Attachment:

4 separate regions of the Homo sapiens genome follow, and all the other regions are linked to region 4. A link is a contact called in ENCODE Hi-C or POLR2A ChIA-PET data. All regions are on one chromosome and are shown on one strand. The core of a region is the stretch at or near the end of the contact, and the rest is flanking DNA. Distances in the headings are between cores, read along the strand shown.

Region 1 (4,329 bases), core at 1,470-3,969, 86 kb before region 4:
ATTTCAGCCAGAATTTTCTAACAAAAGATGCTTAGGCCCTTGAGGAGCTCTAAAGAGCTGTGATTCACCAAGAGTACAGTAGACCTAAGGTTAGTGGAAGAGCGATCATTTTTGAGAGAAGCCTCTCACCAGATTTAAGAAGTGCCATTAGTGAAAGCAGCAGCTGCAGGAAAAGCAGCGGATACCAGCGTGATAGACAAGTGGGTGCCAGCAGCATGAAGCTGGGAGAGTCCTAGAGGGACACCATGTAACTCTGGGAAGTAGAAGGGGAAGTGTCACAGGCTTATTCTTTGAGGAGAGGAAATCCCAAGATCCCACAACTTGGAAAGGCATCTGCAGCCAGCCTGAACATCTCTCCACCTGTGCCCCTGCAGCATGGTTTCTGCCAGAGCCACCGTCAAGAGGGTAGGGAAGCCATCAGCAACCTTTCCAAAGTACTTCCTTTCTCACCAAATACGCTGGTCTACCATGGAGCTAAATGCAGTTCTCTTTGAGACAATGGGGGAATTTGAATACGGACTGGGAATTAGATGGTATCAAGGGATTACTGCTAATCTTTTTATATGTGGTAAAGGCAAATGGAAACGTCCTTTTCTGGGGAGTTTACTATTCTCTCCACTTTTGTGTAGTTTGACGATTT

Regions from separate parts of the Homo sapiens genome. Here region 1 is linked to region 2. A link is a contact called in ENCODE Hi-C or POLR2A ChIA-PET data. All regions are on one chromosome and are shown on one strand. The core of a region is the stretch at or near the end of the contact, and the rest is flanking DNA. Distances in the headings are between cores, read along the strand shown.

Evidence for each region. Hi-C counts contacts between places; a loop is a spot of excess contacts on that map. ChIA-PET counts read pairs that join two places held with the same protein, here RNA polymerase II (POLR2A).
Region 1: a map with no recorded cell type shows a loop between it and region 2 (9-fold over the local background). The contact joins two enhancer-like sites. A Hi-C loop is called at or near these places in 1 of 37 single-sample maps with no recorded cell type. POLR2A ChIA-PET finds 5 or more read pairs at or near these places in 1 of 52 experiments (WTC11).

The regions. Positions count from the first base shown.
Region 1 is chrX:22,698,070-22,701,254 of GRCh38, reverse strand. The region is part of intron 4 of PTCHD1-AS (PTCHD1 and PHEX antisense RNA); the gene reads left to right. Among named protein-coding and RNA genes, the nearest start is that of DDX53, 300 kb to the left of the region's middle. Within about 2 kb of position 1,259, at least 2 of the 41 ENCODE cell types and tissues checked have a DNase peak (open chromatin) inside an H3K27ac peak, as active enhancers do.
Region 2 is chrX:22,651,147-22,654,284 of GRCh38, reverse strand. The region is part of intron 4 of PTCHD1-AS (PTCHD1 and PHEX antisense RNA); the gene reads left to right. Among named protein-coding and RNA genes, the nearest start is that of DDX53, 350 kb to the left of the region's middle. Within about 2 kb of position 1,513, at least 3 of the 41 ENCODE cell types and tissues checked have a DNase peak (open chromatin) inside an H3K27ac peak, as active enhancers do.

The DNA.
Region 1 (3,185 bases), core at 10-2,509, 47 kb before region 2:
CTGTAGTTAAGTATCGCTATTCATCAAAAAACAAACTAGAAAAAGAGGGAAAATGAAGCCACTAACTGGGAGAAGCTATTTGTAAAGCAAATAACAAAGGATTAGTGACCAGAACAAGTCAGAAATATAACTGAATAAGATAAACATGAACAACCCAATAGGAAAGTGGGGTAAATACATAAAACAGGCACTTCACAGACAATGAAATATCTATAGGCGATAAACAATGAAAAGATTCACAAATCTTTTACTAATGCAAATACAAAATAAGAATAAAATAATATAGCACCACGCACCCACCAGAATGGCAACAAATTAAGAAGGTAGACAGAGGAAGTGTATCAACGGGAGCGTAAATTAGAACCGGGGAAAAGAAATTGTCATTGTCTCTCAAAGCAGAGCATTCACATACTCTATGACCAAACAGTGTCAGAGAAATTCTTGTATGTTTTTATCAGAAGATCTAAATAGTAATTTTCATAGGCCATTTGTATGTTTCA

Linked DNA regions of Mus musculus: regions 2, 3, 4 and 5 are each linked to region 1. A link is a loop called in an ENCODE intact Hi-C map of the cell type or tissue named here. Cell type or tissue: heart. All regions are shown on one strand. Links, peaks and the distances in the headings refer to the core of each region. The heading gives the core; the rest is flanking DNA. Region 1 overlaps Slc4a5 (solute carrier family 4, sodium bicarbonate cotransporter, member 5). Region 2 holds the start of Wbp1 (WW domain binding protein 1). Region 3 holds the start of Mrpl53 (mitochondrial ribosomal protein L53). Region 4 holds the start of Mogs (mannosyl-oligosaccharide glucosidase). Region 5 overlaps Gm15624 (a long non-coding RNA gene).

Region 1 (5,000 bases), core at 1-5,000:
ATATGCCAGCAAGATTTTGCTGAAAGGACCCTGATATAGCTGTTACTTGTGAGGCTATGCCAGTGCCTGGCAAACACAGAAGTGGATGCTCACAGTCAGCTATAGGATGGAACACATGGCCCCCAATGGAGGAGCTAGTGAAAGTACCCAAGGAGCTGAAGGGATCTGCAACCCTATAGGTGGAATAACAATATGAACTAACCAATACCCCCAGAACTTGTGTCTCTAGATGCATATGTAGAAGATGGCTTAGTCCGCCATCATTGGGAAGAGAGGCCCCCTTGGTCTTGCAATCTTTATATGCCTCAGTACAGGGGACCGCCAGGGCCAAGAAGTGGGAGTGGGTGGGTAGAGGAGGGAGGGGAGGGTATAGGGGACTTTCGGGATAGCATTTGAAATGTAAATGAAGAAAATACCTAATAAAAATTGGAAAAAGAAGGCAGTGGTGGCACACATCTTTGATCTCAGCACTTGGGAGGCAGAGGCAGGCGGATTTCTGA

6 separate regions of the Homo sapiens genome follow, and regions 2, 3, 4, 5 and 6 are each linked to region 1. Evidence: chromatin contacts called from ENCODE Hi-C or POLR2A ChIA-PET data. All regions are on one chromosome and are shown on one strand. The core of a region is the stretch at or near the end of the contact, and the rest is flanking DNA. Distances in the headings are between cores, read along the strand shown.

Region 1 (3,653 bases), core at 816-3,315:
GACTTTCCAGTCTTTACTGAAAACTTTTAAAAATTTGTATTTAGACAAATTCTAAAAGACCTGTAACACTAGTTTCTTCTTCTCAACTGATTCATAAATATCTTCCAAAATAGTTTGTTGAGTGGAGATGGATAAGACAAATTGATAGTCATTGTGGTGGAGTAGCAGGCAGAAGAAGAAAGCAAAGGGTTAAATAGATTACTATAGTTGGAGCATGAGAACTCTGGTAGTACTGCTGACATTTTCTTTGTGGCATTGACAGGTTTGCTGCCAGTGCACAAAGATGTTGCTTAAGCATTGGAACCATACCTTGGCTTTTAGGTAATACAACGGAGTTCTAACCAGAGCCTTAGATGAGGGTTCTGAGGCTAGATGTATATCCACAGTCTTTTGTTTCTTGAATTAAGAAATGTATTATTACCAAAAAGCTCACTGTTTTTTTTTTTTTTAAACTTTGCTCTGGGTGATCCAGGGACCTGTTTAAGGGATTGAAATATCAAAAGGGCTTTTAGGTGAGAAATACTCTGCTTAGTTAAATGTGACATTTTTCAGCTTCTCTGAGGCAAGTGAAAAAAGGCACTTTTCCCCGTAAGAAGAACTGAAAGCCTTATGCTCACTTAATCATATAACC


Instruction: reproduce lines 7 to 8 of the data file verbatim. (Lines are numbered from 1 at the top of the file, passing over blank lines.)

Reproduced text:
The regions. Positions count from the first base shown.
Region 1 is chrX:22,698,070-22,701,254 of GRCh38, reverse strand. The region is part of intron 4 of PTCHD1-AS (PTCHD1 and PHEX antisense RNA); the gene reads left to right. Among named protein-coding and RNA genes, the nearest start is that of DDX53, 300 kb to the left of the region's middle. Within about 2 kb of position 1,259, at least 2 of the 41 ENCODE cell types and tissues checked have a DNase peak (open chromatin) inside an H3K27ac peak, as active enhancers do.